Hong Kong: China blames US for protests. Is it true?

The Chinese Foreign Ministry on Tuesday accused the United States of influencing the increasingly violent pro-democracy protests that have rocked Hong Kong for two months.

“As you all know, they are somehow the work of the US,” Foreign Ministry spokeswoman Hua Chunying said at a press conference in Beijing. Hua added that China would “never allow any foreign forces” to interfere in the semi-autonomous city, and warned that “those who play (with) fire will only get themselves burned.”

The comments are one of the most direct accusations Beijing has so far made of US interference in Hong Kong politics, and follow months of speculation inside China that Western forces have had a hand in the movement.

Protesters have been seen waving American flags at some of the demonstrations.

Chinese state media has run multiple editorials blaming the US for the chaos. The state-run tabloid Global Times alleged Monday that there had been “unprecedented levels of contact” between Hong Kong pro-democracy leaders and Western governments.


“It is an open secret in Hong Kong that the forces protesting the extradition bill have been sponsored by the US,” the paper said.


North Korea has also levelled such claims at the US. In an editorial on Friday, state-run media Rodong Sinmun claimed the protests were the “outcome of a plot hatched by the US and other Western countries.”


However, neither country has provided any evidence for its allegations. At the press conference, Hua only made reference to public meetings between well-known Hong Kong pro-democracy leaders and US politicians.

In a statement to CNN, the US State Department initially called Beijing’s claims a “ridiculous statement.”

“It is not credible to think that millions of people are being manipulated to stand for a free and open society,” the statement said.

However, the department spokesperson later revised the statement to take a more diplomatic stance. “We categorically reject the charge of foreign forces as being behind the protests,” the updated statement said.


‘The US black hand’

Hong Kong’s summer of discontent was initially sparked by a controversial bill that would have allowed extradition to mainland China.


While Hong Kong is part of China, it is governed under a separate political system that allows for greater freedom of speech and rule of law. Protesters were concerned the extradition bill would undermine the city’s special freedoms.


That bill has since been suspended, but mass protests have continued and broadened in scope with hundreds of thousands of people taking to the streets over a range of issues, according to police and demonstrators, including greater democracy for Hong Kong, the resignation of the city’s leader, Chief Executive Carrie Lam, and an inquiry into police brutality.

The demonstrations have grown more frequent and violent. In two back-to-back protests last weekend, police attempted to clear large crowds with rubber bullets and tear gas, while protesters pushed a flaming cart at police.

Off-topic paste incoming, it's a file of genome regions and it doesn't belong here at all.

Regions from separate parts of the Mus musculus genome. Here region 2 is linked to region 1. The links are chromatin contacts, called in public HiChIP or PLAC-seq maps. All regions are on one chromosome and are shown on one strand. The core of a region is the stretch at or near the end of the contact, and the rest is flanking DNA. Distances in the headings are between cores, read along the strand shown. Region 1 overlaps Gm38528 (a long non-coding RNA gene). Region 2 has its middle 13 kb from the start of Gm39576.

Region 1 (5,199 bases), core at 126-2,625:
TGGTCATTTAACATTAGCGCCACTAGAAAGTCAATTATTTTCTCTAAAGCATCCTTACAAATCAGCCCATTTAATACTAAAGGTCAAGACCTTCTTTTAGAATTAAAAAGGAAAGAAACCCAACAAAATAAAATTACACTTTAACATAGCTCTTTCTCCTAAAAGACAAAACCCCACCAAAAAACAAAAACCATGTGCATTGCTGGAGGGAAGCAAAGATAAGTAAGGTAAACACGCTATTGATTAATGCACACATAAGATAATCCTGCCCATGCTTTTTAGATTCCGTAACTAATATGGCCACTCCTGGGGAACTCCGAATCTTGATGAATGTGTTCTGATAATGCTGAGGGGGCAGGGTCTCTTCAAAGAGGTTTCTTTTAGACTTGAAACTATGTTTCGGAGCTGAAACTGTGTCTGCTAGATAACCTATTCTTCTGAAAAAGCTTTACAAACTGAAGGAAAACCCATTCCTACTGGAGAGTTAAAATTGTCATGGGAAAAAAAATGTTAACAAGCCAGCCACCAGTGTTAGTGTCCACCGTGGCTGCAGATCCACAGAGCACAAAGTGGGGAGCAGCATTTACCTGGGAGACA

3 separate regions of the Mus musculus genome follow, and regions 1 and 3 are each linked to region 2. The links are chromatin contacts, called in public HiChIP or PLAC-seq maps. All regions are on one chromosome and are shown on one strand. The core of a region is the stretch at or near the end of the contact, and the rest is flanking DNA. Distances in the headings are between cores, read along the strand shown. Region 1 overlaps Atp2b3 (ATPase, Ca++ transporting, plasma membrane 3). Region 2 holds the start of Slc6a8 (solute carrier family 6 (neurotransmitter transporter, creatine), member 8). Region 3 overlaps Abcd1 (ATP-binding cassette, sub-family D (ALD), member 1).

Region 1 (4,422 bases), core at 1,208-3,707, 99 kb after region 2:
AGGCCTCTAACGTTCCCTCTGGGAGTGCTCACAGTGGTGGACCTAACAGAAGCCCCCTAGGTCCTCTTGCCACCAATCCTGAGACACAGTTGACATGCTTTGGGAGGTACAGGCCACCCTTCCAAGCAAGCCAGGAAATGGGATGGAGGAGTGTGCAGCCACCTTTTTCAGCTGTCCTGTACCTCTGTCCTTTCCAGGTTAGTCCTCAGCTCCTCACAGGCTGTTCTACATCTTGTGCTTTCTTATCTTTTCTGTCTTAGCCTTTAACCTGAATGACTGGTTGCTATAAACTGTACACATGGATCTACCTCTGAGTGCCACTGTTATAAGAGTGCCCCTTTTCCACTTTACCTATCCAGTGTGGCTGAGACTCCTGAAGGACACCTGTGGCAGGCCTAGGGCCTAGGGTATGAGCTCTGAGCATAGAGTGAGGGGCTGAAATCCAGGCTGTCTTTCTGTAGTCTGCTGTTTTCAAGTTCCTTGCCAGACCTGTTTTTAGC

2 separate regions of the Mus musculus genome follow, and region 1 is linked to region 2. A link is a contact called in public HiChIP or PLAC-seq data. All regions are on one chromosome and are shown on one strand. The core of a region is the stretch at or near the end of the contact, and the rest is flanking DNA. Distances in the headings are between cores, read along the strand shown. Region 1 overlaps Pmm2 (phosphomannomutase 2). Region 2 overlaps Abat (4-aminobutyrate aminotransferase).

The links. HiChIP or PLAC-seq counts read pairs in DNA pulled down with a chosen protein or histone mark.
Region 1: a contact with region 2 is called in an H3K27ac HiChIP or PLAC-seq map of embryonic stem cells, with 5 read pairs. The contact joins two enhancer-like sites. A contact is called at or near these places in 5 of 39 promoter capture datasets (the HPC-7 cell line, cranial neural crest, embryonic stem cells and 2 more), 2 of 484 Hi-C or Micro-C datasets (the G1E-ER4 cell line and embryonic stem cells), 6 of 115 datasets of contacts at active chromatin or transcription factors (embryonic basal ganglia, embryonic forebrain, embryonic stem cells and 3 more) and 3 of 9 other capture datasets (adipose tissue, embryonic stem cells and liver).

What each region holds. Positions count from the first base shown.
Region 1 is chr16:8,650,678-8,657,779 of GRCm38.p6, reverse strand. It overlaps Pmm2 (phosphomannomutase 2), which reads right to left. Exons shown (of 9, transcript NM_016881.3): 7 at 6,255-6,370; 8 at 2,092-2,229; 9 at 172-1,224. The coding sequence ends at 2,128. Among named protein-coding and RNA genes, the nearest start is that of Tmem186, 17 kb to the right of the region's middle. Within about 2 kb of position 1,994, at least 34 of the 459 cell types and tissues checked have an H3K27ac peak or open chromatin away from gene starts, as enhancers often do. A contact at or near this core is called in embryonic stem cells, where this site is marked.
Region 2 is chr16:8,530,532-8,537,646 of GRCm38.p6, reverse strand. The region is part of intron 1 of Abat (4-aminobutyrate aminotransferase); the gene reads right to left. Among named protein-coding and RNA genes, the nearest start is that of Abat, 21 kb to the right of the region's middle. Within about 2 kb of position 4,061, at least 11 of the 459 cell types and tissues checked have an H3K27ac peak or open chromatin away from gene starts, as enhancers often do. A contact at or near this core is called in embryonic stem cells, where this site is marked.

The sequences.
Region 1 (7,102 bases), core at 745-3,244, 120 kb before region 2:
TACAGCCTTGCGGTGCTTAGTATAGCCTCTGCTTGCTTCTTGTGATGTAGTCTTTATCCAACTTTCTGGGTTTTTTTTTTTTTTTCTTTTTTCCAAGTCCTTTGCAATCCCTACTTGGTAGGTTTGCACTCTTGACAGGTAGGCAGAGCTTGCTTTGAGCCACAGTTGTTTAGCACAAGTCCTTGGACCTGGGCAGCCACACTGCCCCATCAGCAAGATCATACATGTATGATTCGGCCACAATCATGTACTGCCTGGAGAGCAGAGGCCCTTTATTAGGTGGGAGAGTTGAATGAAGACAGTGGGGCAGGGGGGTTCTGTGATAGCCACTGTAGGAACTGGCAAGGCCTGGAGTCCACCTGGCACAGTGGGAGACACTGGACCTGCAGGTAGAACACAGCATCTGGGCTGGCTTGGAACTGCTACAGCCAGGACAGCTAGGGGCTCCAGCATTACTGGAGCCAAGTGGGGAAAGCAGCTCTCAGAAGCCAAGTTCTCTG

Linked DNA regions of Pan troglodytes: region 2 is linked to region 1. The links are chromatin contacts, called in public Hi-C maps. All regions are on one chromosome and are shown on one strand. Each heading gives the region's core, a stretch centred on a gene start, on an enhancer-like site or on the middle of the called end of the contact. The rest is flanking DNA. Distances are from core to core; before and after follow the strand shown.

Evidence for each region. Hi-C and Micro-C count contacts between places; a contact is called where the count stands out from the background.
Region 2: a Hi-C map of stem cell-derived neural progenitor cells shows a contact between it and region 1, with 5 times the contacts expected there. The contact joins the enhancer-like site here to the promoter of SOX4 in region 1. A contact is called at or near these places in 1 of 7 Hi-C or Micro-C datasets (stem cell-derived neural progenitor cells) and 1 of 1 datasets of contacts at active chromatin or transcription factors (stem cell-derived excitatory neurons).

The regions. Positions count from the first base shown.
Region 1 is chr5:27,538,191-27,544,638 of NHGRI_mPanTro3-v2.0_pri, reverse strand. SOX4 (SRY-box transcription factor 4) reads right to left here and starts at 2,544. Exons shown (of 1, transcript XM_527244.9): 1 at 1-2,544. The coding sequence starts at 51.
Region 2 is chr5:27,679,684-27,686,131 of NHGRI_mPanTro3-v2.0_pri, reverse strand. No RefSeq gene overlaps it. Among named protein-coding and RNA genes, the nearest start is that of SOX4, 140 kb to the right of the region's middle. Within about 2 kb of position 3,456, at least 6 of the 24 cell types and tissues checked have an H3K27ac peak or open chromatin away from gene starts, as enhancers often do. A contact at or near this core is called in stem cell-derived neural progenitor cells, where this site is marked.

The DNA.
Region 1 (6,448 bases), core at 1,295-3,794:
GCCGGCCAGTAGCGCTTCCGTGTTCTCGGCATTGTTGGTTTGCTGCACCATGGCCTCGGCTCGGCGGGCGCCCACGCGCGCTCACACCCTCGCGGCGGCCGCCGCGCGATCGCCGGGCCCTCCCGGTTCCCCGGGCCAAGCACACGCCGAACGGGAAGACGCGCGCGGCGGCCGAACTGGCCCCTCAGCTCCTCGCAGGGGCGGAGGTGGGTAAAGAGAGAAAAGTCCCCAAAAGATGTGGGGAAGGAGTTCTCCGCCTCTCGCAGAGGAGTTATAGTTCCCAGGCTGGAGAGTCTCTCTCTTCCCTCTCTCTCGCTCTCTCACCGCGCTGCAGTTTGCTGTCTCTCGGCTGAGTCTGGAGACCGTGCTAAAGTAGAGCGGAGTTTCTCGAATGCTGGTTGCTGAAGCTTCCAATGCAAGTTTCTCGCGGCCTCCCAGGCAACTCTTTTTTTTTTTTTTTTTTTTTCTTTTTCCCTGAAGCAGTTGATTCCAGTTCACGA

Bonnie Glaser, director of the China Power Project at the Centre for Strategic and International Studies, said there was a “long-standing tradition” of Beijing blaming external forces during domestic demonstrations or unrest.

“Chinese officials have been telling US officials that they know the US black hand is behind the protests,” she said.

After the pro-democracy Tiananmen Square protests in 1989, Beijing accused the US of encouraging the unrest.

“It’s pretty typical of how the Chinese describe outside interference, but it’s also convenient as it supports a narrative about the evil West trying to undermine China’s national rejuvenation,” Glaser said.


Little evidence

There is no evidence of US involvement in the Hong Kong protests. However, Washington has been linked to other countries’ politics in the past.


Declassified documents in 2011 revealed that the 1953 overthrow of Iranian Prime Minister Mohammed Mossadegh was “carried out under CIA direction as an act of US foreign policy.”

Decades later, in 2018, US officials met in secret with Venezuelan military officers plotting a coup against President Nicolas Maduro, but Washington ultimately decided against supporting their cause, a current and a former US official told CNN.


Hua noted Tuesday that top Trump administration officials, including Secretary of State Mike Pompeo and Vice President Mike Pence, had meetings with “opposition personnel” in July.

Both men publicly met Hong Kong pro-democracy media tycoon Jimmy Lai.

It isn’t clear, however, whether Beijing genuinely believes the US – and the West more broadly – is behind the protests, or if the claim is propaganda.

“It is a lot easier to tell the outside world (that the US is interfering) than it is to admit the Chinese might have some serious problems in their relationship with Hong Kong and with how the people of Hong Kong view the mainland,” Glaser said.


US President Donald Trump has described it as “riots” that China would have to deal with itself, suggesting the United States would stay out of the biggest political crisis seen in the former British colony in decades.

He said the city had experienced “riots for a long period of time”.
“And I don’t know what China’s attitude is. Somebody said that at some point they’re going to want to stop that. But that’s between Hong Kong and that’s between China,” he said. “Hong Kong is a part of China, they’ll have to deal with that themselves.Trump’s labelling of the demonstrations as riots is certain to rile activists in the Asian financial centre who have called on the city’s government to drop the use of the word to describe the protests.


Chinese foreign ministry spokeswoman Hua Chunying said Trump had rightly pointed out that Hong Kong was part of China, and that the violence seen in the city was rioting.

– CNN/SCMP | photo/AsiaTimes/AFP

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